Regulation of blockchain has been disjointed with a number of agencies involved depending on how blockchain is utilized and whether it is viewed as property, commodity or currency such as Bitcoin. The relative newness of the technology has resulted in regulators, including the FDA, taking a wait and see approach to the technology. While FDA Commissioner Ned Sharpless has briefly spoken about some of the benefits available, there has been little in terms of formal guidance from the administration about how to leverage it safely and effectively.

That same newness of the technology may be a stumbling block for those with existing insurance policies which pre-date blockchain or weren’t drafted with an understanding of blockchain and its risks. Many questions must be tackled if the life science and healthcare industries are to benefit from blockchain, including how patient data will be handled, whether or not compliance with HIPAA regulations will be necessary and how regulators such as the FDA will view the role of blockchain in product creation and safety.

Identifying areas of risk

Blockchain technology is a revolutionary way to manage the supply chains and many other functions. However, with such opportunity and promise come exposures to physical property, business reputation and a variety of financial and nonfinancial third-party damages. How to best mitigate such risks and the potential for lawsuits, regulatory scrutiny and reputational injury is a critical component that life science companies should prioritize and address. Otherwise, your organization could be exposed to the potential for significant enforcement actions, public and social media challenges, tort and criminal lawsuits that tie up resources and even  class actions.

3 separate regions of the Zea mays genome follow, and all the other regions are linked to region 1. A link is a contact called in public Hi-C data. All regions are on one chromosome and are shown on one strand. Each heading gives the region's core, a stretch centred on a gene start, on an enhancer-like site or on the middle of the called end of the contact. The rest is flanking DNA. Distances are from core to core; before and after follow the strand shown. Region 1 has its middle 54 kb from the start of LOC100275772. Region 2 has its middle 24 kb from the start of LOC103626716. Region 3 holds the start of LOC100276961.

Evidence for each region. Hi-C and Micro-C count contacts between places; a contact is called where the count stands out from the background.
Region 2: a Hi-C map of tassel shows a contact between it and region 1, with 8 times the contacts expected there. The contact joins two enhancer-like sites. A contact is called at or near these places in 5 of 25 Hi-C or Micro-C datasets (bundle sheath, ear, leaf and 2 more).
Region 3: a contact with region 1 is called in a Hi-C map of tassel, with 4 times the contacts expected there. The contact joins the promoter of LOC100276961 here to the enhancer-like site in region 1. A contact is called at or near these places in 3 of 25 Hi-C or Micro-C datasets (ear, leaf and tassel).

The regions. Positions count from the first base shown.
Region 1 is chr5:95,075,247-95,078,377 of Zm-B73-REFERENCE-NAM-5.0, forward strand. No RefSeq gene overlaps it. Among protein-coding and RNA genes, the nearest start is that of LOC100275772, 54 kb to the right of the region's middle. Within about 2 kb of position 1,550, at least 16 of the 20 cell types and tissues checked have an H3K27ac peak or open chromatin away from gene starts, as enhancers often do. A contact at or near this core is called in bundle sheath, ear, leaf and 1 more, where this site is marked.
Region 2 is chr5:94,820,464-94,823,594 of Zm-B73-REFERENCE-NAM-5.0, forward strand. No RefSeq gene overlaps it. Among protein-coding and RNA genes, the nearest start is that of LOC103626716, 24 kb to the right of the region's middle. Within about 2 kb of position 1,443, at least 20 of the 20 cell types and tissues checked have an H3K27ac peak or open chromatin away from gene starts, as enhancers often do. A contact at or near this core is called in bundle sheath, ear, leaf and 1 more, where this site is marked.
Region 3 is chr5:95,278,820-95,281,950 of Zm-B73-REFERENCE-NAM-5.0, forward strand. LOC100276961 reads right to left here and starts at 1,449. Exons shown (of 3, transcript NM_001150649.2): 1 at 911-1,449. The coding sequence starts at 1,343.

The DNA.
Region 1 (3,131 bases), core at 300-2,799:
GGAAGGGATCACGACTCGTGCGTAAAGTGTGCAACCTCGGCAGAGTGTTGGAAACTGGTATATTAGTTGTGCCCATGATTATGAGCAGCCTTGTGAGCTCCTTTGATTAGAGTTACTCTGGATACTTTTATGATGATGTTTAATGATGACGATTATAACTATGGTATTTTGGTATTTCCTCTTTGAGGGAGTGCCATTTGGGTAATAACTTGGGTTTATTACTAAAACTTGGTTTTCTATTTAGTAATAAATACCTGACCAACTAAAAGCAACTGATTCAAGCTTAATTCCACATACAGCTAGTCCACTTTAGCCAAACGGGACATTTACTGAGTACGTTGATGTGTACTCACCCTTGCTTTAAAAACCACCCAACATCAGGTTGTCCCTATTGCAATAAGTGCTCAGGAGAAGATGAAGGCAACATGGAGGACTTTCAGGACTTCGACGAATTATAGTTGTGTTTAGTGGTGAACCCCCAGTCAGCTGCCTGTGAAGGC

It is important to retain an insurance broker that knows your industry and has deep expertise on the exposures blockchain can have on your business and its supply chain. Significant relationships with specializing underwriters that have specific expertise in the application of blockchain technologies in the life science industry with a strong claims-handling pedigree may save you heart ache and protect your directors, officers and critical company assets. Since the technology is evolving rapidly it is important to stay ahead of the curve, partnering with your broker to apply contractual, insurance and other financial tools essential to the well-being of your employees and your business.

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[1] Blockchain: Tapping Its Potential and Insuring Against its Risks, Business Law Today, L.S.Masters, S.F.Oehninger, P.M McDermott.

[2] Blockchain: Tapping Its Potential and Insuring Against it’s Risks, Business Law Today, L.S.Masters, S.F.Oehninger, P.M McDermott.

[3] Pistoia Alliance Is there a role for blockchain in healthcare? Slides from A Pistoia Alliance Debates Webinar Moderated by Nick Lynch, June 20, 2017

[4] Pistoia Alliance Is there a role for blockchain in healthcare? Slides from A Pistoia Alliance Debates Webinar Moderated by Nick Lynch, June 20, 2017

[5] Pistoia Alliance Is there a role for blockchain in healthcare? Slides from A Pistoia Alliance Debates Webinar Moderated by Nick Lynch, June 20, 2017

[6] Pistoia Alliance Is there a role for blockchain in healthcare? Slides from A Pistoia Alliance Debates Webinar Moderated by Nick Lynch, June 20, 2017

[7] The Risks and Rewards of Blockchain Technology, K Heires, March 1, 2016

[8] The Risks and Rewards of Blockchain Technology, K Heires, March 1, 2016

[9] https://www.connerstrong.com/blog/insights-detail/hidden-cyber-security-risks-in-clinical-trials/